When they leave, they leave footprints for others to follow
A couple of months ago, I closed down my savings account with a leading bank in India. I had this account for more than a decade. Since I have worked with the banking and financial services industry, I know I was a reasonably high-profit customer for this bank. I rarely used their ATMs or branches to incur any costs for them. Additionally, my account always had a fairly high amount engaged in high revenue instruments for the bank. Hence, I was a desirable customer for them by all means. If they look back in their data, my account had a steady cash flow with a healthy average quarterly balance (AQB) since the beginning. However, the trend reversed in the last couple of years with more debit transactions (money moving out) from my account than credit. I gave them enough hints by transferring large sums of money from my account with them to my other account with their competitor bank. However, I believe they never tracked the transactions in my account or if they did they never acted upon it.
The interesting part is this bank is one of the pioneers in terms of implementation of analytics in India. I know for sure they have a large team of analysts monitoring accounts in an effort to predict customer churn. Before we try to understand what might have gone wrong with this bank let’s try to learn the relevance of customers churns for companies.
Customer Churn in the New Economy
Customer retention is an important aspect for companies since in most developed economies the market size has almost stabilized. For instance, the population of the United States is more or less constant for the last decade. Population growth rate for most countries shows a similar trend of stability. In essence, there are very few new customers added to the economy. Additionally, easy access to information technology has made the customers extremely informed about the availability of choices. This new economy has ignited a new height of competition among the B2C companies.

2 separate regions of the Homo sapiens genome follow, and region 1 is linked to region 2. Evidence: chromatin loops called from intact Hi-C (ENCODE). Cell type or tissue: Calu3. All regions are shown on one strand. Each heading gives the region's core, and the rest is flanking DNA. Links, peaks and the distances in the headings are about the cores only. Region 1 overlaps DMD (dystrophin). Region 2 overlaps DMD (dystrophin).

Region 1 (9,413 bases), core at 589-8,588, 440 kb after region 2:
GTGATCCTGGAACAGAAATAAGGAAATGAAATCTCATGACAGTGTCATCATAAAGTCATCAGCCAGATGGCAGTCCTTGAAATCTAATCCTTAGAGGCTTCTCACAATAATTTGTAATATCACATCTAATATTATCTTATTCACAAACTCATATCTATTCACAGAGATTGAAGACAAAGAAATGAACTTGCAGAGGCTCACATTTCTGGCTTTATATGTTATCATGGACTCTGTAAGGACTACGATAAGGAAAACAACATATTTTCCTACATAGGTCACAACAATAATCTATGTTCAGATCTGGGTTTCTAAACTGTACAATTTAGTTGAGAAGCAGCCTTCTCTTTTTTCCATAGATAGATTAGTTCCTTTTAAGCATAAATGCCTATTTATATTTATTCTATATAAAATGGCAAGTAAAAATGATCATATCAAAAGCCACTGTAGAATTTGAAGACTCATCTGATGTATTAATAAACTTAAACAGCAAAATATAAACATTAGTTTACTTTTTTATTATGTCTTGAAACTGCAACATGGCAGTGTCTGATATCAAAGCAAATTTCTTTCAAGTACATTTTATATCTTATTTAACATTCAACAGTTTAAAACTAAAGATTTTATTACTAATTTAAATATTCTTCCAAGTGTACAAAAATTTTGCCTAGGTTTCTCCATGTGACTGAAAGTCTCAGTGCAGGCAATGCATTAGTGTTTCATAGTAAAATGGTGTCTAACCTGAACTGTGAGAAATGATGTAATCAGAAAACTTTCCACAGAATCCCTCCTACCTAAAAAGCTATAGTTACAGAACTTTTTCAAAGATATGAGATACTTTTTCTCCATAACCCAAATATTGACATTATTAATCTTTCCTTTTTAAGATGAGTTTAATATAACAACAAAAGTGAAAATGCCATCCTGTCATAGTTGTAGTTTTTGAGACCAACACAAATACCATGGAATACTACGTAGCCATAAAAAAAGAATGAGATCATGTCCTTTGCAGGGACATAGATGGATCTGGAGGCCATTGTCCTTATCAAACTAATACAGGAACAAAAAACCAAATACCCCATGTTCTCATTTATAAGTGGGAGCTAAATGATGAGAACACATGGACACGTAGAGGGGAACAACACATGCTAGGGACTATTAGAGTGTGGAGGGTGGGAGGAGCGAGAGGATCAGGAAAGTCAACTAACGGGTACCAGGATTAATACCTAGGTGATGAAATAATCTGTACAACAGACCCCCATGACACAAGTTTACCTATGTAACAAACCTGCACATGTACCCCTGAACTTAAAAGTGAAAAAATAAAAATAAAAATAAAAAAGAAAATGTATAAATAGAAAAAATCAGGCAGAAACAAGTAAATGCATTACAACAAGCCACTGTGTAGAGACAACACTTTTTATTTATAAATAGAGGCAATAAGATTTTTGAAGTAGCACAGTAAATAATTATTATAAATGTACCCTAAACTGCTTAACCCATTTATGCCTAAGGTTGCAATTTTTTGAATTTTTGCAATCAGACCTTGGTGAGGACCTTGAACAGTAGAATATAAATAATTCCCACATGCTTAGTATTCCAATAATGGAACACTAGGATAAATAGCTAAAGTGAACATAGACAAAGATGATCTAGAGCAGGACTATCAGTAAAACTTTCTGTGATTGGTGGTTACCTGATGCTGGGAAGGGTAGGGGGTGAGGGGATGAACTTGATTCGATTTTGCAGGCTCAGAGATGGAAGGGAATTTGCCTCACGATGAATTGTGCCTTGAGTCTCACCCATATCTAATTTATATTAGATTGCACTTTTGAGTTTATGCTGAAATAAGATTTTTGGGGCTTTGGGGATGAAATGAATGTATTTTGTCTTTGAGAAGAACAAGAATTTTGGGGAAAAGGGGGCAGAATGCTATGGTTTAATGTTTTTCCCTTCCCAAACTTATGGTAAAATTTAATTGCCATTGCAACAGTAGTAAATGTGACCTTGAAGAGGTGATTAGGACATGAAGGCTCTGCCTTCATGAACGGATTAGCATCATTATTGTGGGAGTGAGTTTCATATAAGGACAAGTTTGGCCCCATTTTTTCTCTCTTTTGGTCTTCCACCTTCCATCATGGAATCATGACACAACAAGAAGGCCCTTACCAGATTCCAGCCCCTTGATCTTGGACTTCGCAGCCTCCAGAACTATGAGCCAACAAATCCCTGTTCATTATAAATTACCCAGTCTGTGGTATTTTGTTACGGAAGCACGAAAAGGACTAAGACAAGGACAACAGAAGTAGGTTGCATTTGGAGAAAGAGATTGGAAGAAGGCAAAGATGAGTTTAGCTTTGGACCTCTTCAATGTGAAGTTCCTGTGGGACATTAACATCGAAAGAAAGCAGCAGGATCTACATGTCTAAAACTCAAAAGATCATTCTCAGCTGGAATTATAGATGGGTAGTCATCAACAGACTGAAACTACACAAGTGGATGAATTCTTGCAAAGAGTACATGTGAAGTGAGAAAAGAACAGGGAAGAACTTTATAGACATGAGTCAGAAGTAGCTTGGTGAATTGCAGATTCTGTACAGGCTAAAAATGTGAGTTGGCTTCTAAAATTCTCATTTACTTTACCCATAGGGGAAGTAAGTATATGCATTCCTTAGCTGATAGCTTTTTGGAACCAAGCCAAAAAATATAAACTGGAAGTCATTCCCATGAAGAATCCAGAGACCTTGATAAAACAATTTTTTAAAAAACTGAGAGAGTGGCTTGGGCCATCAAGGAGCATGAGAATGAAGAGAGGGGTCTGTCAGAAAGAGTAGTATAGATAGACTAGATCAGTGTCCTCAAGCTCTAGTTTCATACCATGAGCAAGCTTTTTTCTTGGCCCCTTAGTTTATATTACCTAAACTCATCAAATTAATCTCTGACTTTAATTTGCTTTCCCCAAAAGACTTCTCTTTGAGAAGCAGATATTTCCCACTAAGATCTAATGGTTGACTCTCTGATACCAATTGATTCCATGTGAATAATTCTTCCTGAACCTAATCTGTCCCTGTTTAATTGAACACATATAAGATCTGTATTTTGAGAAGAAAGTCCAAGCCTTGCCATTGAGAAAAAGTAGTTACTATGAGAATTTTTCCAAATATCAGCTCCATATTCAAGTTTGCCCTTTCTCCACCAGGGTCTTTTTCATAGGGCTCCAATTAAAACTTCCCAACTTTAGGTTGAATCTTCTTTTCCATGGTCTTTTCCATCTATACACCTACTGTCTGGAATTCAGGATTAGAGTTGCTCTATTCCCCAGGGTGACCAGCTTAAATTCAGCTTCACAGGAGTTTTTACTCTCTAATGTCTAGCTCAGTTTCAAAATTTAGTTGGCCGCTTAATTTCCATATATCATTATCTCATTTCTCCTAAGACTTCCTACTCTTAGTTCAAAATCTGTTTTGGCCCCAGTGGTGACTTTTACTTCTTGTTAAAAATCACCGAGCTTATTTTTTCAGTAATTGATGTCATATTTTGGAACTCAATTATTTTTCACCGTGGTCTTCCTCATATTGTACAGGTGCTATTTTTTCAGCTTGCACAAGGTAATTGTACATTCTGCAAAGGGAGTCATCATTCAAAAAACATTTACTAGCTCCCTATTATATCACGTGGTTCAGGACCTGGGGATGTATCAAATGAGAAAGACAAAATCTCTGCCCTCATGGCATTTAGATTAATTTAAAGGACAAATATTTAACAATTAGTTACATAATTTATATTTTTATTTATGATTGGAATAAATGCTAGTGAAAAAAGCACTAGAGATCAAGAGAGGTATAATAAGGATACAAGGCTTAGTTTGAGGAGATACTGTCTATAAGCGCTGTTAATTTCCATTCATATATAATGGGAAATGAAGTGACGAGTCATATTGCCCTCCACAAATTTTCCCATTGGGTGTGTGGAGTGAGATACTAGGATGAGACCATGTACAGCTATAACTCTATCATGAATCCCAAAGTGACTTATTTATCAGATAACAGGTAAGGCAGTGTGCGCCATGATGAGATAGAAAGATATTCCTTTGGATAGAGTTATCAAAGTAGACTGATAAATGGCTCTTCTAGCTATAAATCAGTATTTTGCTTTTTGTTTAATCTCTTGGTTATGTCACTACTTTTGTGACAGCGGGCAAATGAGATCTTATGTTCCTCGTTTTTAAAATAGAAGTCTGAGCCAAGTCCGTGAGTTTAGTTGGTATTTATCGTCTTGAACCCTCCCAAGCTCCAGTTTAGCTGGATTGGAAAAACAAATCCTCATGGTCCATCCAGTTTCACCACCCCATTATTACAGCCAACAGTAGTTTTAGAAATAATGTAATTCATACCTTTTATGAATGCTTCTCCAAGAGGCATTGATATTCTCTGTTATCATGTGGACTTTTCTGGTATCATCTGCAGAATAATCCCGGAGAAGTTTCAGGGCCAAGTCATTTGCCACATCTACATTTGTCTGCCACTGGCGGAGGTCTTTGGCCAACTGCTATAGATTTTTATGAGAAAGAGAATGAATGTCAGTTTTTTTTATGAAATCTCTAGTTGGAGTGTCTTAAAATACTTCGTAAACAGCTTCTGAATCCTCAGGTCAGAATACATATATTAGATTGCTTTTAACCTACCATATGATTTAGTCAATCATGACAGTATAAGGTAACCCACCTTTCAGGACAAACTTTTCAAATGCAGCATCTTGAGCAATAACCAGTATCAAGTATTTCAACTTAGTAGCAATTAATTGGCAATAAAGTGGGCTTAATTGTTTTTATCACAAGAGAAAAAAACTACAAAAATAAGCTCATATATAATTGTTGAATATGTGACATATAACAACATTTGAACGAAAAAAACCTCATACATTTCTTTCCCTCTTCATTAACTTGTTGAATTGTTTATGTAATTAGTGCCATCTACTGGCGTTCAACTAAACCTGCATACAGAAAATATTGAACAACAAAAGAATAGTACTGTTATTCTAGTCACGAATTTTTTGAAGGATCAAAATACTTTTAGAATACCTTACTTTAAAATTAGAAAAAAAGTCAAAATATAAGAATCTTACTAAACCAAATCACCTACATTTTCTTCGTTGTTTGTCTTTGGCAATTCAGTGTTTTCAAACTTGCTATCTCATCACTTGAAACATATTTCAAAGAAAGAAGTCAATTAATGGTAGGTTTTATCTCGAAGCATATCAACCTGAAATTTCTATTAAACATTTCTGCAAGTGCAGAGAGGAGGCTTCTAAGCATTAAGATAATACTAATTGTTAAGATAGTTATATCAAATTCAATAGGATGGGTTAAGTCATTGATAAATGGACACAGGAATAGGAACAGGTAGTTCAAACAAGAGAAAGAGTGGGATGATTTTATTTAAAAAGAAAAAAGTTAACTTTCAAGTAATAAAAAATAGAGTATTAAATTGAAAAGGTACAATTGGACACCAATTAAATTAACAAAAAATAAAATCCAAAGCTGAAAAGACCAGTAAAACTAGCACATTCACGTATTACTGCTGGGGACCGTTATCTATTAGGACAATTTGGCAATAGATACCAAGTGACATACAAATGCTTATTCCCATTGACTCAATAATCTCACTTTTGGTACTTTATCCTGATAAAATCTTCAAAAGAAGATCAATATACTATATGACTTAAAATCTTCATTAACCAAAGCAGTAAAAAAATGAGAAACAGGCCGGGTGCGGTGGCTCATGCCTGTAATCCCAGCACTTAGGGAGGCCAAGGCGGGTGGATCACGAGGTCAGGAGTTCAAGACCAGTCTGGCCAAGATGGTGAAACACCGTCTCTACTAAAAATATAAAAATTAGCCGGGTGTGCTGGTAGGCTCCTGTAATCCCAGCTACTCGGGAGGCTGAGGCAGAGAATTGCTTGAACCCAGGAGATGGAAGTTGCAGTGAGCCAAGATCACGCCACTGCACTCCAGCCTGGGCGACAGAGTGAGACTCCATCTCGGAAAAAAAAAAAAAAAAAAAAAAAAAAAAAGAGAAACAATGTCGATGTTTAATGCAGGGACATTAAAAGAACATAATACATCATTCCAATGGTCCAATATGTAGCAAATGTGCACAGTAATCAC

Some industries are more susceptible to customer churn than others. For instance, insurance, where policies need to be renewed every year, has a higher probability of churn than banking. However, no industry is immune to customer attrition. Often, customer churn is defined as customers’ voluntary termination of usage of service / product with a company. This often results in a gain for their competitors since in most B2C scenarios usage of services or products is a zero sum game i.e. one provider’s loss is another’s gain. Additionally, acquiring a new customer is much more expensive than retaining the existing customer hence customer churn for the entire industry is a delta negative game rather than a zero sum game. This is evident for airline and telecom industries where excessive price competition and resulting customer attrition has made these industries struggle.
Customer Churn is Disrupting Status-Quo
All natural systems have the tendency to be in a state of equilibrium. Customer or human behaviour is no different. It takes a fair bit of energy to disrupt equilibrium or shake the status-quo. There has to be enough incentive or push/pull for customers to make an effort to move from one service provider to another. The source of this energy is either:
- Positive incentives from the new service provider (positive pull)
- Negative perception about the current service provider (negative push)
This brings us back to the point to identifying customer churn upfront and acting upon it. The idea behind customer churn analytics is to identify factors linked to the above forces i.e positive pull and negative push. If one monitors customer related data carefully it is not hard to find a manifestation of these forces in customer behaviour. Some of the common sources of data to register these signals are:
- Customer transactions: pattern in usage of service / product over a period of time (usage velocity)
- Call center: customer interaction data (measurement and quantification of callers voice, pitch, tone, and text)
- Emails: text mining emails from customer to understand their overall level of satisfaction
- Social media: quantification of customer sentiments
Actionable Insights – Operationalize Analytics
Once the predictive model is ready to identify customer churn, the next and crucial step is to integrate this insight into operations of the company. This is an equally, if not more, creative process compared to the development of high-quality predictive models. I seriously believe this is where the bank I described at the beginning of the article failed. Their staff on the field was possibly not aware of the insights generated through predictive models. Moreover, they were not training to use this information and convert that into positive actions for the bank. This entire process requires a clever team to connect the dots with the apt usage of technology.
Many times expensive actions are not required. For example, human behaviour is funny, at times companies could prevent high-value customer churn by simple actions like birthday wishes. The next step for data science team is to identify low cost-high conversion actions against detrimental actions and integrate these positive actions in business processes and operations.
When they leave, they leave footprints for others to follow. This is true for customers churn as well, the question is whether companies will trace the footprint of churned customers to prevent next lot of mass customer attrition.